Nov 2, 2009

[Movies] The Hurt Locker (2009)

The Hurt LockerI've always been a bit of a sucker for independent films - you know, the kind that try to compete in international film festivals. I'm not talking about the local indies that have a 85% chance about practically being homosexual exploitation films but more those movies not from around here that try to address subjects in interesting ways. I'm not saying I'll automatically like any movie that is featured in a film festival either, although there's a decent chance I'll at least give it a shot.

I tend to focus on the more "intellectual" stories that seem to require a lot of though and not necessarily just getting used to a highly creative mode of storytelling. There have been a good share of hit and misses for these kinds of movies since they can either be (a) amazingly thought-provoking or (b) very, very boring and quite confusing. You never really know what you're going to get, but then that's the joy of watching movies in general.

Then there are those movies whose trailers just look pretty amazing and you just KNOW that you have to go see it despite the fact that you're also pretty sure the movie is going to be heavy as heck.

The Hurt Locker is an independent film about the US Army's Bravo Company's Explosive Ordinance Disposal (EOD) unit during the Iraq War. After their team leader Sergeant Matt Thompson (Guy Pearce) gets killed by a remote-detonated improvised explosive device (IED), the remaining members of the unit, Sergeant JT Sanborn (Anthony Mackie) and Specialist Owen Eldridge (Brian Geraghty) have to deal with getting along with their new team leader, Staff Sergeant William James (Jeremy Renner). James is highly controversial in his methods and tends to prefer scouting out the bombs personally rather than using the unit's bomb disposal robot and at times the team feels he's overly reckless and is just some sort of a thrill-seeker.

Over time we as viewers are made privy to other aspects of James and how he shows his compassion and humanity in alternative venues and ways. At the same time, we see how the three men respond to the stress of their job and the way in general in highly different ways with Eldridge showing the most difficulty in trying to cope with the war given his repeated conversations with the unit's doctor, Colonel John Cambridge (Christian Camargo). The movie has a specific time set based around the number of days the unit has left before the end of this particular rotation, but that won't necessarily provide any relief in the long run.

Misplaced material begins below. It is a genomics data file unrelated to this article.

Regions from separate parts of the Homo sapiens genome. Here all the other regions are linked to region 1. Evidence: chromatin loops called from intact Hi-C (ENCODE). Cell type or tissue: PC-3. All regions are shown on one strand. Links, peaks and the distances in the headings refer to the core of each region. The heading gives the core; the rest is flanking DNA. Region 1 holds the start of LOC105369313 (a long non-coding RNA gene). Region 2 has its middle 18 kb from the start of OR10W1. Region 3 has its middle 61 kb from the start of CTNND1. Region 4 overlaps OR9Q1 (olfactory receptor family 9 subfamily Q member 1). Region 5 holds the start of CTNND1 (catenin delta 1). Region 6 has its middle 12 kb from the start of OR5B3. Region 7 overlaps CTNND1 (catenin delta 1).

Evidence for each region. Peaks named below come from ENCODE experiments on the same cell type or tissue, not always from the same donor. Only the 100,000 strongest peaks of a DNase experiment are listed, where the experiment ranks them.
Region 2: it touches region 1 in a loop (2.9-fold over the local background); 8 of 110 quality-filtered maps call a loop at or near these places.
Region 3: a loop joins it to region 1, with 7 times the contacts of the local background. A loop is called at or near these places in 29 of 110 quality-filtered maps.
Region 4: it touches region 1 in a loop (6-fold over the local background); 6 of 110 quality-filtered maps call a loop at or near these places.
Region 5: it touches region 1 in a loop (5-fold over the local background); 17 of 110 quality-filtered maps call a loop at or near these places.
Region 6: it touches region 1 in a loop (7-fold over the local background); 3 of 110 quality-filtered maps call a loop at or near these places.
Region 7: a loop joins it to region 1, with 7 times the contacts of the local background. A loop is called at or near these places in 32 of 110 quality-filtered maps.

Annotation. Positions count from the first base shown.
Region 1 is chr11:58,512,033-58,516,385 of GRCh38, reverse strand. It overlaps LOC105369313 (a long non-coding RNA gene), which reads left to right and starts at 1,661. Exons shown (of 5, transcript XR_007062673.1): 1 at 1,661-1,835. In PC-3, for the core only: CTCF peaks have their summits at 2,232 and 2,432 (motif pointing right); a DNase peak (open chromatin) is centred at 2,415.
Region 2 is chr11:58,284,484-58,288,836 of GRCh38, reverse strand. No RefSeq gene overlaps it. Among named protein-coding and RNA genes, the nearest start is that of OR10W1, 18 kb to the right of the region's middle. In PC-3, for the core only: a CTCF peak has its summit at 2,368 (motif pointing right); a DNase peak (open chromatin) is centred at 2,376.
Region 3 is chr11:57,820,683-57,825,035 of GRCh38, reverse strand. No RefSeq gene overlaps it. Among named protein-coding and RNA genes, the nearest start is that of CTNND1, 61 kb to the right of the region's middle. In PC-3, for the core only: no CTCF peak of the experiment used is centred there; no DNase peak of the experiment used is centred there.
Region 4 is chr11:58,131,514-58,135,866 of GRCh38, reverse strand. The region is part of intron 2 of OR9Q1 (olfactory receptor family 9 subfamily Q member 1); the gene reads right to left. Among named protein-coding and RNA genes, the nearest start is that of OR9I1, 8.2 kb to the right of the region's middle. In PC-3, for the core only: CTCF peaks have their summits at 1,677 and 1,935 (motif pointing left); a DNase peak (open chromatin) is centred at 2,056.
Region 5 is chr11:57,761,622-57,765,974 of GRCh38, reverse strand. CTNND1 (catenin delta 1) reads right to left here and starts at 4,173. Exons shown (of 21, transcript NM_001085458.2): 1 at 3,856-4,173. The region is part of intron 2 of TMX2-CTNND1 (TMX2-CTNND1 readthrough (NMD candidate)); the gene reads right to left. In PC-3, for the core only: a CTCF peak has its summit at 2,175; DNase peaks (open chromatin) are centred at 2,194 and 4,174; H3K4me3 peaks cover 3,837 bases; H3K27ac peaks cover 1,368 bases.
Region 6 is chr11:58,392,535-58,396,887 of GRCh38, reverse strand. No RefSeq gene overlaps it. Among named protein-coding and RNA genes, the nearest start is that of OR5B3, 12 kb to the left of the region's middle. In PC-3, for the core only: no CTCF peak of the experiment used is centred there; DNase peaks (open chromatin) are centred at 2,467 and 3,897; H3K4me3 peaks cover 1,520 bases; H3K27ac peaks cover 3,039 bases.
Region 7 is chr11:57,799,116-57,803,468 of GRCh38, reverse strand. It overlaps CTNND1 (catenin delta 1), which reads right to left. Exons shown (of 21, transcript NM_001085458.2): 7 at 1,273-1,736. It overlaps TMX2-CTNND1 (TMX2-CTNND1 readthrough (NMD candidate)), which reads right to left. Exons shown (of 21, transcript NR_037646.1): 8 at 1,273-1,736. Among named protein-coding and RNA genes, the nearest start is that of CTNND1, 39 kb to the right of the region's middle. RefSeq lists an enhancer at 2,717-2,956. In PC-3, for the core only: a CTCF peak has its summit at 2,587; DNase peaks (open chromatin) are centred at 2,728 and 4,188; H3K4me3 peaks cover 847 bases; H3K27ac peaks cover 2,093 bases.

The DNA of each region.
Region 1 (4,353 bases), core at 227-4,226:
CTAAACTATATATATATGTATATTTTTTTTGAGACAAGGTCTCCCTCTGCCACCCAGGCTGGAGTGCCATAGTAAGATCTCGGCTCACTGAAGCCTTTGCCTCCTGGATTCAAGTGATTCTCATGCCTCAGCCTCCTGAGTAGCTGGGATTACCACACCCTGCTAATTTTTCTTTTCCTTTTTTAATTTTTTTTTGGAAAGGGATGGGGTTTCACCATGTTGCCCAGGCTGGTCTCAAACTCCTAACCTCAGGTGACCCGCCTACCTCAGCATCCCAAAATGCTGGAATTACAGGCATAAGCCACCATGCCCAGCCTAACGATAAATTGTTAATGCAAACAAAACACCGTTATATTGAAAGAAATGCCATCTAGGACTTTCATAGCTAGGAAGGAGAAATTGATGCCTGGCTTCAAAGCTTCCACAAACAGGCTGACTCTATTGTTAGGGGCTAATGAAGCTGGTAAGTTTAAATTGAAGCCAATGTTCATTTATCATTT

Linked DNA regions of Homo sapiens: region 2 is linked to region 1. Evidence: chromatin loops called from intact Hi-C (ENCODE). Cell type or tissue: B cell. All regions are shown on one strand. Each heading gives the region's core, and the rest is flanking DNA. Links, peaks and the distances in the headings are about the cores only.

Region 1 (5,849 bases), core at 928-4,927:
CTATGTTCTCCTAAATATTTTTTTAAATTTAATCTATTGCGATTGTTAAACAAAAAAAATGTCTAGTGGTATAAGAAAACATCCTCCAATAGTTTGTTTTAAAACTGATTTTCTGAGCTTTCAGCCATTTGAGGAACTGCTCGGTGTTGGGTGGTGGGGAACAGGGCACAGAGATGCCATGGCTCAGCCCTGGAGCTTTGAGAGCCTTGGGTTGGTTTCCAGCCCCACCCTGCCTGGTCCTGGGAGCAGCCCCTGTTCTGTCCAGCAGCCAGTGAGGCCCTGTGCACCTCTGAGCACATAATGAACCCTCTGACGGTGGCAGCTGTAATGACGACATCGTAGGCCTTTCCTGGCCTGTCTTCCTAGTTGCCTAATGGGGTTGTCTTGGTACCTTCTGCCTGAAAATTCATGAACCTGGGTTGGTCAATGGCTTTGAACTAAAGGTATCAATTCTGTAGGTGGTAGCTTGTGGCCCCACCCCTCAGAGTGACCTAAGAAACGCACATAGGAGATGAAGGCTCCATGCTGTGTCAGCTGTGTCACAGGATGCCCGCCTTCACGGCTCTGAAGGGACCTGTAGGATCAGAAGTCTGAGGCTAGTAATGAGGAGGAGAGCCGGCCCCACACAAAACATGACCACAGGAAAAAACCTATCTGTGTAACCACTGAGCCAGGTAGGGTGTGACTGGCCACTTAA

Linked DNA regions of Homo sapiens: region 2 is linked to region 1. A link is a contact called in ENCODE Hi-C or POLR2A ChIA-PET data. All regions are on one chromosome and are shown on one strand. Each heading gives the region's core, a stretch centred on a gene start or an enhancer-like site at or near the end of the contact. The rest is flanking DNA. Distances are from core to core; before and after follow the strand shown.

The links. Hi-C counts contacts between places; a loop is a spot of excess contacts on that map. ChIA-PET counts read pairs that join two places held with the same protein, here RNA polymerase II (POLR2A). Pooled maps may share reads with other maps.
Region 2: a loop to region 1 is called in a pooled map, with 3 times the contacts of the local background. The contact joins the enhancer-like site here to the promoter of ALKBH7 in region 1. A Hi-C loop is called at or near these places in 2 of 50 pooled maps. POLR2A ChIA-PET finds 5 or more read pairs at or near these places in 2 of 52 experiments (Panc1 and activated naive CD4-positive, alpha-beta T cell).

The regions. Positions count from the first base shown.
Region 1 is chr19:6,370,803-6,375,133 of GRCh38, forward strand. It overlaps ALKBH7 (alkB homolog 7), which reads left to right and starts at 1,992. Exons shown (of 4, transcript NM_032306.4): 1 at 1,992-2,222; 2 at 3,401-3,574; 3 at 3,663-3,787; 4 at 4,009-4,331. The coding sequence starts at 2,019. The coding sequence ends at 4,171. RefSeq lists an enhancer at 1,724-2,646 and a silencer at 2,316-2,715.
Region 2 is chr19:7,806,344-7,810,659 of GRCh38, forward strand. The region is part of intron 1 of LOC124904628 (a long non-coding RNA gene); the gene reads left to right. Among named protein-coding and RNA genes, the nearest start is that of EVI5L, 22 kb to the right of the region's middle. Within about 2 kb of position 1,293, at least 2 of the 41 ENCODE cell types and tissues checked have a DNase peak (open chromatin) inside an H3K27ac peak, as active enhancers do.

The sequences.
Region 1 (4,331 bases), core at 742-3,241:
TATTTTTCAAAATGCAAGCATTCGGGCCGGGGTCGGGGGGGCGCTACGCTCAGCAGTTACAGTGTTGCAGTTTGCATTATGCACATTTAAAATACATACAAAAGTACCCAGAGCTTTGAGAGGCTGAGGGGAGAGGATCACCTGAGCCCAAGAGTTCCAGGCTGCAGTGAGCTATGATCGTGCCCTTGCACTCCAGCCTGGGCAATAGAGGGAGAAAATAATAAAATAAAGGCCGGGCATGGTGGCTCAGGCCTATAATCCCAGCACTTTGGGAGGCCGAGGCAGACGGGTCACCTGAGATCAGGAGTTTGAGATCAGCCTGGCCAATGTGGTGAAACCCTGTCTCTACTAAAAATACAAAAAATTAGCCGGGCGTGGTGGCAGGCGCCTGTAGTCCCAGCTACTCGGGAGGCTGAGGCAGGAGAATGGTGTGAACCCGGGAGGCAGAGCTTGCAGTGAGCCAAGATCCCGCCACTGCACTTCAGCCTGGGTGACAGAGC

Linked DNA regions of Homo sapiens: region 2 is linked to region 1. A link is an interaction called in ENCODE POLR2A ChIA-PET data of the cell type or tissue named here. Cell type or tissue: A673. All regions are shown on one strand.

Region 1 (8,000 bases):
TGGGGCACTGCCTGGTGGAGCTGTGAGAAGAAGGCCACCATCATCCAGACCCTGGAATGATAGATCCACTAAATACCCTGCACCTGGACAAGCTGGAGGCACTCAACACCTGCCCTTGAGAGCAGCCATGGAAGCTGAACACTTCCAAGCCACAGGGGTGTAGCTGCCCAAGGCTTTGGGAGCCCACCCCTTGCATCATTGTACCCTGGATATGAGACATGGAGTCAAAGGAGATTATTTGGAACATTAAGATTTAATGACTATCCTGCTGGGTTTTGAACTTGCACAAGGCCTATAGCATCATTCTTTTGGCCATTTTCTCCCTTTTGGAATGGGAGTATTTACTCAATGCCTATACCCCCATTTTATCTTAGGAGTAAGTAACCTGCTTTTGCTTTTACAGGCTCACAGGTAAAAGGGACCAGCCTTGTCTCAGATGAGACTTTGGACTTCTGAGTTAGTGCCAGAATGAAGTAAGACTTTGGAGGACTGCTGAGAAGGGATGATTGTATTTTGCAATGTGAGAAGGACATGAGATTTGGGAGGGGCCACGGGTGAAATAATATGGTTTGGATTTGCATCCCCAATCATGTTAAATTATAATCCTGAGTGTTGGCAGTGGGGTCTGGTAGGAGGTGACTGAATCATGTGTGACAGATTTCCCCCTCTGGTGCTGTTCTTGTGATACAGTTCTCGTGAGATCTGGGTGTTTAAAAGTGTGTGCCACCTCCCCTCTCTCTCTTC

The movie is absolutely stressful, but in a good way. The director (Kathryn Bigelow) certainly knew how to translate the day-to-day tension that these EOD folks feel and thus truly involving the audience in the experience on an emotional level. Adding in the choice to use a shakier camera setup helped give it that realistic feel, although it does get a tad dizzying to watch movies like this on the big screen.

Plus this movie really feels like it's just showing us day after day in the lives of these men. There's no major story arc trying things together or a perceived antagonist for them to fight or outsmart in the end. It's just day after day and bomb after bomb that you end up dealing with, and thus the tension level remains very high throughout the film. This is not for the weak of heart.

Jeremy Renner was absolutely perfect for the role of Staff Sergeant James. He's able to convey both his eccentricity as a bomb disposal tech and his softer side as an actual human being as well - the key is probably the nature of his eyes, which have probably made a girl or two melt in their seats over the years. The role was definitely a difficult one to manage and one that required a significantly wide range of emotions and thus kudos to him for really pulling it off.

Plus now my partner is convinced that Renner would make a great Midnighter should an Authority movie ever be made.

I'm glad he was able to win the Hollywood Film Festival Award for Best Breakthrough Actor and was nominated for several others. If they're lucky, they might get a few Oscar nods come next year. Here's to hoping...

Watch out for the cameos in the movie - you'll be surprised to see a number of major name stars hidden in relatively smaller roles in this movie. Then again, that's pretty much par for the course for independent films like this, don't you think?

The Hurt Locker is an intelligent, intense and overall great movie that I'd recommend to anyone, regardless of their appreciation of the war movie genre. It's still in a limited run in certain QC theaters this week, so hurry up and catch it before it disappears!

The Hurt Locker gets 4 unexploded IEDs out of a possible 5.

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